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HEALTHY-NUTRITION NATURAL SPORT

Prostate cancer in transgender women

close-up photo of a vial of blood marked PSA test alongside a pen; both are resting on a document showing the PSA test results

The transgender population is steadily increasing. Last year, investigators reported that 1.3% of people between the ages of 18 and 24 in the United States identify as transgender, compared to 0.55% of the country’s older adults. This trend has implications for public health, and one issue in particular concerns the risk of prostate cancer in transgender women.

Because removing the prostate can lead to urinary incontinence and other complications, doctors leave the gland in place when initiating hormonal treatments to induce female sex characteristics in transitioning people. This process, which is called feminizing or gender-affirming hormonal therapy (GAHT), relies on medications and surgery to block testosterone, a male sex hormone. Prostate cancer is fueled by testosterone, and therefore GAHT lowers overall risks for the disease. But transgender women can still develop prostate cancer in ways that remain poorly understood, according to the authors of a new paper.

“More individuals are openly identifying as transgender, particularly as advances are made in reducing the discrimination and marginalization that this group has faced,” says Dr. Farnoosh Nik-Ahd, a urologist at the University of California, San Francisco, and the paper’s first author. “Thus, it’s important to understand their health outcomes and how best to care for this population.”

Dr. Nik-Ahd and her colleagues wanted better insights into prostate cancer incidence and screening rates among transgender women, so they performed a comprehensive review of the literature that generated some notable findings. One is that that the prevalence of GAHT in the transgender population is still unknown. Some studies put the figure at roughly one in every 12,000 to 13,000 people who identify as transgender. But this is likely an underestimate, the authors claim, and it’s not broken out by sex.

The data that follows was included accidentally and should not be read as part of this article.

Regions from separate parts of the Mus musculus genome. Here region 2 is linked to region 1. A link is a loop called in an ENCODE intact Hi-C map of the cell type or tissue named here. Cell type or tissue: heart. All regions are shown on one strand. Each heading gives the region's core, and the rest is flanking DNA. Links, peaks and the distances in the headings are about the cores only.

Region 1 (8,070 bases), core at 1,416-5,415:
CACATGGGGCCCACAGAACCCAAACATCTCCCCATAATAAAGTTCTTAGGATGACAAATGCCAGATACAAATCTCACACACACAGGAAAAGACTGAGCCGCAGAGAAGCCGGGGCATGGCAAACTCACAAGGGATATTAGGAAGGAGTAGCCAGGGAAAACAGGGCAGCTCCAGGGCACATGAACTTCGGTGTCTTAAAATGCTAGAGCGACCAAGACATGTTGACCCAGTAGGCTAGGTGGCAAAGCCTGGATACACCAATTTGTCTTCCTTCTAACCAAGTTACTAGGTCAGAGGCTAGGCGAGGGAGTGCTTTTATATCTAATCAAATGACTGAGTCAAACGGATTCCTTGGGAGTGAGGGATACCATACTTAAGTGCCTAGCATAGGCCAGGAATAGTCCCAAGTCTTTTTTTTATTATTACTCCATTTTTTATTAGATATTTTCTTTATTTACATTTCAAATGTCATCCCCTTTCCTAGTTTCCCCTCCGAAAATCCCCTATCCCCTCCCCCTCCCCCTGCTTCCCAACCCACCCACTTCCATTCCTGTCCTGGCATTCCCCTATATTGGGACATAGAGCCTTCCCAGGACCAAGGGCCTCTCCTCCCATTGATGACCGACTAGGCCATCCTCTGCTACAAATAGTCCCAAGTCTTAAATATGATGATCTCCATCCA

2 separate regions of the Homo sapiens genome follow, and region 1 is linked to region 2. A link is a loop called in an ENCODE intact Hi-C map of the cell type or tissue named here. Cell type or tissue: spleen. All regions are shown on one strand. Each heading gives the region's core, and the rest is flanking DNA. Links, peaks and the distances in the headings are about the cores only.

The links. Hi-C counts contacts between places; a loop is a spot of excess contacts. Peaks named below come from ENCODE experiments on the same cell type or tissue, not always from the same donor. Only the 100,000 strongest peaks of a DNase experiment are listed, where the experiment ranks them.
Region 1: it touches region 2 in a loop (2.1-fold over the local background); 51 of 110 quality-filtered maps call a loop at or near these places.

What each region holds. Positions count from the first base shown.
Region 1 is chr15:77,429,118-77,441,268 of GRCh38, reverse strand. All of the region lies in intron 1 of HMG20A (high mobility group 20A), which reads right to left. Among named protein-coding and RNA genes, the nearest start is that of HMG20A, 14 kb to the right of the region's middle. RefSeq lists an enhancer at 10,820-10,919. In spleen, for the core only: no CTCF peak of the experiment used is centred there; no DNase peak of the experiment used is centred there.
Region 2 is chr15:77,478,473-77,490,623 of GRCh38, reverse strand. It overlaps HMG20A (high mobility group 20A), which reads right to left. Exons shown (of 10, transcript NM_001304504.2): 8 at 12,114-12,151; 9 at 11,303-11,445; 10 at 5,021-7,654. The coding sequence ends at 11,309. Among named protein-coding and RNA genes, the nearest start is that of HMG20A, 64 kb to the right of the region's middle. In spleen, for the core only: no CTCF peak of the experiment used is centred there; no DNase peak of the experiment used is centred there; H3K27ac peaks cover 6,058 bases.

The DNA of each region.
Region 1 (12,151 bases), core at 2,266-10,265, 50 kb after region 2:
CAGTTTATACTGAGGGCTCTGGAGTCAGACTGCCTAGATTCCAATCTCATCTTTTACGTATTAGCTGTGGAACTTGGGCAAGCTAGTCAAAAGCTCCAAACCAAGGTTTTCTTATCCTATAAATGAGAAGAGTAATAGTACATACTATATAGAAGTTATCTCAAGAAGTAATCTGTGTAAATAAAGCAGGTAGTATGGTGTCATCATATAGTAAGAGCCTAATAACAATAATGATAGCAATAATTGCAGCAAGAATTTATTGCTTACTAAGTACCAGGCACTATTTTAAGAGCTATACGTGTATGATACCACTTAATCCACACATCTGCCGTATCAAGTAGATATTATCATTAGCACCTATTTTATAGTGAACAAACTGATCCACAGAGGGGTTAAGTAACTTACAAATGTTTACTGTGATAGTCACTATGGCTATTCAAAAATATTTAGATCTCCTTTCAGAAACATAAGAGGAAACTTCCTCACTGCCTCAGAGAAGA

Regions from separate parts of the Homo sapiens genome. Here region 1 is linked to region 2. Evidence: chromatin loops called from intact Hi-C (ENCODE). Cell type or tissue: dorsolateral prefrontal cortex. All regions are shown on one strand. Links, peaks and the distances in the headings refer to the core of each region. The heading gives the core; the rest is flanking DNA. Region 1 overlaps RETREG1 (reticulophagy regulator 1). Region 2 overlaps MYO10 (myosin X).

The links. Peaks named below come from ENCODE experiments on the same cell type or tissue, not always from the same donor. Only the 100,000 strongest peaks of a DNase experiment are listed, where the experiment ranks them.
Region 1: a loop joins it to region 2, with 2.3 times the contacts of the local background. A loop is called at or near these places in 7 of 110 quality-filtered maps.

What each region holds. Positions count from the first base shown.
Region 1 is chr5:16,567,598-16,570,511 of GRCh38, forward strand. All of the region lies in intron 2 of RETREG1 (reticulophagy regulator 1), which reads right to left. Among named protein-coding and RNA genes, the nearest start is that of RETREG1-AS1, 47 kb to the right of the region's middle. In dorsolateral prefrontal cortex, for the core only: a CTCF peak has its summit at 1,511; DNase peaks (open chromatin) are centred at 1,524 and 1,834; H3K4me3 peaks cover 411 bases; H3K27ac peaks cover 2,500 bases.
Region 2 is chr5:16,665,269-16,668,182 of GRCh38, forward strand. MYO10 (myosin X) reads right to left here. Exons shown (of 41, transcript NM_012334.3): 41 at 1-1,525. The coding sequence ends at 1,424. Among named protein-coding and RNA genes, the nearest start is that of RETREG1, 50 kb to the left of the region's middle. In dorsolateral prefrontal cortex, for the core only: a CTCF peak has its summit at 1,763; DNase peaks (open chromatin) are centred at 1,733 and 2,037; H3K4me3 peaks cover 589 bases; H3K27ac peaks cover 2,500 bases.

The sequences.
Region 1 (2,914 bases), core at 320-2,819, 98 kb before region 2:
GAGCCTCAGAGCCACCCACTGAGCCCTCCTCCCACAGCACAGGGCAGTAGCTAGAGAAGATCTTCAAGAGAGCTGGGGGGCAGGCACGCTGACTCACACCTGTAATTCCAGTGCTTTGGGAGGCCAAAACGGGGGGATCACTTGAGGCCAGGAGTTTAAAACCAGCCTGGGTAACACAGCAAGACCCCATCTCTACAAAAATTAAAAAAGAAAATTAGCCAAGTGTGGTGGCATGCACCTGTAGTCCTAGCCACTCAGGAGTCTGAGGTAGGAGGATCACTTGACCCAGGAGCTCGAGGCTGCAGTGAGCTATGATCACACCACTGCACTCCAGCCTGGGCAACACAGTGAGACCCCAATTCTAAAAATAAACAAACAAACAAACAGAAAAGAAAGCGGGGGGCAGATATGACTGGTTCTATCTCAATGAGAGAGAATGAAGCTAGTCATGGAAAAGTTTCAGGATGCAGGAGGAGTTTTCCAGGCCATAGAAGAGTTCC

Questions over GAHT

Similarly, little is known about the impact of GAHT on the likelihood of developing prostate cancer, the team reported. Prostate cancer rates do appear to be lower among transgender women than they are among cisgender men (men whose gender identify matches their sex at birth). For instance, one study found just a single case of prostate cancer among 2,306 transgender women receiving routine health care at a clinic in Amsterdam, Holland, between 1975 and 2006. Another study, also from Holland, detected six cases of prostate cancer among 2,281 transgender women over 17 years, which again is less than the comparable rate among cisgender men.

But the interpretation of these rates is limited by the fact that transgender women often experience barriers to care. Nearly a third of them live in poverty, and many avoid the health system for fear of mistreatment. Some scientists suspect that estrogen given during GAHT may somehow contribute to prostate cancer development when given over long durations. However, more confirmatory evidence is needed. Worryingly, one study found that survival among transgender women with prostate cancer is worse than it is in cisgender men with the disease, yet that research lacked data on GAHT use.

Interpreting PSA values for specific populations

Dr. Nik-Ahd’s team was especially concerned about the lack of guideline recommendations for prostate-specific antigen (PSA) screening in the transgender population. None of the available guidelines worldwide mention transgender women, and the PSA cutoff of 4 nanograms per milliliter (ng/mL) of blood — which raises suspicions for prostate cancer — is specific to cisgender men. PSA levels ordinarily plummet in people taking GAHT, so the limit for what’s considered normal in transgender women should be capped at 1.0 ng/mL, the researchers propose. In the absence of more specific guidance, they also recommend that people meeting age criteria for PSA screening get tested before starting on GAHT, in order to obtain a baseline value.